Drumm is born to a staunchly Irish republican family. Drumm’s mother has been active in the Irish War of Independence and the Irish Civil War. Drumm grows up in the village of Killean, County Armagh, where she plays camogie. She is active in the republican movement after meeting her husband, a republican prisoner. She begins to speak at many rallies and protest meetings and is soon elected as Vice President of Sinn Fein. She becomes involved in the Northern Ireland Civil Rights Association in the 1960s and works to rehouse Irish Catholics forced from their homes by loyalist intimidation.

Drumm is jailed twice for seditious speeches. After she is released from HM Prison Armagh, raids on her house by the security forces escalate. She is widely demonised in the British media and is already a target for assassination when she is admitted to Belfast’s Mater Hospital for eye treatment in October 1976.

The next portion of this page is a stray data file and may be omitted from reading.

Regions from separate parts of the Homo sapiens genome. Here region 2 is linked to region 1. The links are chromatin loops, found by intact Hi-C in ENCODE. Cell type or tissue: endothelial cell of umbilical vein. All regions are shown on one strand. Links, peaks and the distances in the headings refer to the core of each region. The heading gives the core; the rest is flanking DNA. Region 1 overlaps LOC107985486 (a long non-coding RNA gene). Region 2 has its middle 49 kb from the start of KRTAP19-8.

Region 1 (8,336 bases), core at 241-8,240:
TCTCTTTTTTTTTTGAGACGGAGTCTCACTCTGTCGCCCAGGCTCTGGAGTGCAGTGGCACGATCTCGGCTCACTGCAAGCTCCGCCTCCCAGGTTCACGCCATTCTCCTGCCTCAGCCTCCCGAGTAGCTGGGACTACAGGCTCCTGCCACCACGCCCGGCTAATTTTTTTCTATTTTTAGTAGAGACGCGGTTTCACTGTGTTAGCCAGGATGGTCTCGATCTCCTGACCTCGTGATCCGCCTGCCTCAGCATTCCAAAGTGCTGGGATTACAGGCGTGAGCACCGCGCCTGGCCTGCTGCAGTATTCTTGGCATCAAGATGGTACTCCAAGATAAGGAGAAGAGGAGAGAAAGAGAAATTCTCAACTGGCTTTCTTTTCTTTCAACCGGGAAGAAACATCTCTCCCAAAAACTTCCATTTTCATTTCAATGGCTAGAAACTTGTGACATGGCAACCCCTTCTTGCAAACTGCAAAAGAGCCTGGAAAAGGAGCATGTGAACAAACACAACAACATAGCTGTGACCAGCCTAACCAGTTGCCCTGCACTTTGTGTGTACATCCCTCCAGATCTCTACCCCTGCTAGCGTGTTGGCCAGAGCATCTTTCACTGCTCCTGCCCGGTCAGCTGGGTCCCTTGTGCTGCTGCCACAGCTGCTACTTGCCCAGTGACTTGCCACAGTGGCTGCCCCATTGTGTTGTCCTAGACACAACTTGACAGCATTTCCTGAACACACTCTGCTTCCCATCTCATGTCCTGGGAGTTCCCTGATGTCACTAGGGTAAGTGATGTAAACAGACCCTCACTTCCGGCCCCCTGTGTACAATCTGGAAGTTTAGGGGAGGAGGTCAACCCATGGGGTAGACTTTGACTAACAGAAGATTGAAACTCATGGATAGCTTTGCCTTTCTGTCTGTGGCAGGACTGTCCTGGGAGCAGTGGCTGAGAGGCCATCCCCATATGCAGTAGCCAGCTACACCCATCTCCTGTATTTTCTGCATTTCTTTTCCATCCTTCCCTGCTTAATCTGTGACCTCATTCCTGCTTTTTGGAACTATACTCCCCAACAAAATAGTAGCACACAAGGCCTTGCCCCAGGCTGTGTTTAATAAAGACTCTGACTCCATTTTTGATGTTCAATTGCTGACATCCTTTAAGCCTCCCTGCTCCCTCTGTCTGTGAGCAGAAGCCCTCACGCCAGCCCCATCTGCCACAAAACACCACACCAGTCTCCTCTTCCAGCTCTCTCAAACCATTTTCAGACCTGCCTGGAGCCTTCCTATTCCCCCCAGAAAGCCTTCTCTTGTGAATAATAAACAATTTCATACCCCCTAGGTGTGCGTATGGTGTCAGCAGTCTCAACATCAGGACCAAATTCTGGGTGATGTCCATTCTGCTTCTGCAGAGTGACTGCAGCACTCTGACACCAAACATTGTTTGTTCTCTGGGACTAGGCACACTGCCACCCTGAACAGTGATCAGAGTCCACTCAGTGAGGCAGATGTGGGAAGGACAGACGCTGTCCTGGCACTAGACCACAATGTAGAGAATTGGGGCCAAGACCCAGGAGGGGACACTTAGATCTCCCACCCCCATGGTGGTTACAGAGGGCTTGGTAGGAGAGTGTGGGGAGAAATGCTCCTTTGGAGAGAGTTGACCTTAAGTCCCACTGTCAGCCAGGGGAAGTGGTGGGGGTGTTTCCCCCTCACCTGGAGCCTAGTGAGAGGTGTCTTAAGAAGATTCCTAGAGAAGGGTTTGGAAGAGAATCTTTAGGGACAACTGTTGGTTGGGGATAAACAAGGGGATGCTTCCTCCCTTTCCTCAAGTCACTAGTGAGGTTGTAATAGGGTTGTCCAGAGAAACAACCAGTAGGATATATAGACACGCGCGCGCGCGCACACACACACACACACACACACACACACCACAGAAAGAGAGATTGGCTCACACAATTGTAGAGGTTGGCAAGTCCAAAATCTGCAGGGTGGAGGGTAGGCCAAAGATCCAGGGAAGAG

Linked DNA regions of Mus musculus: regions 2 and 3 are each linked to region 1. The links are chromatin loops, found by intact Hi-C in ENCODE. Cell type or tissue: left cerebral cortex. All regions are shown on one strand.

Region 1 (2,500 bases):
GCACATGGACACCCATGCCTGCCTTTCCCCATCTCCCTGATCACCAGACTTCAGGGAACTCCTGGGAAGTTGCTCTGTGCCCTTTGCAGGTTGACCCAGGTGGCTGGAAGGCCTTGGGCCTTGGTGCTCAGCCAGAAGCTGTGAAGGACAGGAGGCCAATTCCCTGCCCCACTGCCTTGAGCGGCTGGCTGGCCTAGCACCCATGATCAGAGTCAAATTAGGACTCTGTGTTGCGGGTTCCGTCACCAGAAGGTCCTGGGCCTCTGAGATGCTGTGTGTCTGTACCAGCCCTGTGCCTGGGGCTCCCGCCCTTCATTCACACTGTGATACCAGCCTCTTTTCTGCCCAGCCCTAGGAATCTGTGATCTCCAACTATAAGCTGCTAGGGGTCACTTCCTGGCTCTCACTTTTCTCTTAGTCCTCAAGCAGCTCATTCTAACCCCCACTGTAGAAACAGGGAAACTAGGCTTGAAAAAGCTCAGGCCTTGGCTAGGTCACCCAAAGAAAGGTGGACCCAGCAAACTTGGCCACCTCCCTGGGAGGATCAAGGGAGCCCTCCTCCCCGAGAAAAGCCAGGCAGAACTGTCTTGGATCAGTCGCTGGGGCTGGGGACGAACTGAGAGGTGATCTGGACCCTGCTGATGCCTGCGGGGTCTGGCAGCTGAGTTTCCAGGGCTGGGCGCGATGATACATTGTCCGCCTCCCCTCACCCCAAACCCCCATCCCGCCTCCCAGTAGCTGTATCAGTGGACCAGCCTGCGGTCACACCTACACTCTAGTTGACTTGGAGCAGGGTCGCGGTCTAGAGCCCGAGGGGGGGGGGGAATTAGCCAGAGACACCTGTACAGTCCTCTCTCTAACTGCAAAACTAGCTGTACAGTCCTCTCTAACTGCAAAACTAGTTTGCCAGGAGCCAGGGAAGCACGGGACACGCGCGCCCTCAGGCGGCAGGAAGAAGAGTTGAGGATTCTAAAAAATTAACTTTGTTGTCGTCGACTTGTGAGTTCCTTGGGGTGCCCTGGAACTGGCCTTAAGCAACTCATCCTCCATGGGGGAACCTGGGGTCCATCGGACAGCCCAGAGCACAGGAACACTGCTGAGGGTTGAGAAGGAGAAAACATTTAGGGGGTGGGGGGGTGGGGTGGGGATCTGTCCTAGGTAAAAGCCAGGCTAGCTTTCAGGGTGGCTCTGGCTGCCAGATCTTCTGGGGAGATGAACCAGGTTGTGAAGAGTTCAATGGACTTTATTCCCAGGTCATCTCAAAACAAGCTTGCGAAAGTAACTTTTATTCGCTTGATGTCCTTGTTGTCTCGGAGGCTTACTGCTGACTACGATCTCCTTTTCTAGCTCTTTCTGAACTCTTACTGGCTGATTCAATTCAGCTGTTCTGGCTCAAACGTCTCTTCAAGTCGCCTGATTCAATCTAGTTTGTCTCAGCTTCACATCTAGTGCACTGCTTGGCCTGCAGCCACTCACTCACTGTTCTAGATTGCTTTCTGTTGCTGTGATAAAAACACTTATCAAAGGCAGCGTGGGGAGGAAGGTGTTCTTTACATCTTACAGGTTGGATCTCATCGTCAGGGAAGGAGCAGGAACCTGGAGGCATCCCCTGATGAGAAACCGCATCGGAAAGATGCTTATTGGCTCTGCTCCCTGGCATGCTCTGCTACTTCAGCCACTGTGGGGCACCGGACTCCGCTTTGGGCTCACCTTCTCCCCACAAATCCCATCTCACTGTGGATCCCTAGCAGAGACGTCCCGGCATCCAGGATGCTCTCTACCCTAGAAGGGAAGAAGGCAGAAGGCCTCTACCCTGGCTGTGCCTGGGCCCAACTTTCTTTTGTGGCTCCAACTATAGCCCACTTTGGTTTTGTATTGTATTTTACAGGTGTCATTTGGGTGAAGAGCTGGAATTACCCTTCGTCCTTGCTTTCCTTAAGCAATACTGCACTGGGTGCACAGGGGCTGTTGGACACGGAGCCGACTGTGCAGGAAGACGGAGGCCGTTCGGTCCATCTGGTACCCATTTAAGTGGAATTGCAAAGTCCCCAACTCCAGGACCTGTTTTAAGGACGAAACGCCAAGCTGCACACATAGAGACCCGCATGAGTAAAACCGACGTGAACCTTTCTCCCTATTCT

While recovering from the operation, Drumm is shot at point blank range on October 28, 1976 in a joint operation by the Ulster Volunteer Force and the Ulster Defence Association who are dressed as doctors enabling them to enter and leave the hospital undisturbed. No one has ever been convicted of her murder.

Drumm’s speeches and quotations can be found on murals across Northern Ireland, including:

“The only people worthy of freedom are those who are prepared to go out and fight for it every day, and die if necessary.”

“We must take no steps backward, our steps must be onward, for if we don’t, the martyrs that died for you, for me, for this country will haunt us forever.”


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Assassination of Máire Drumm, VP of Sinn Féin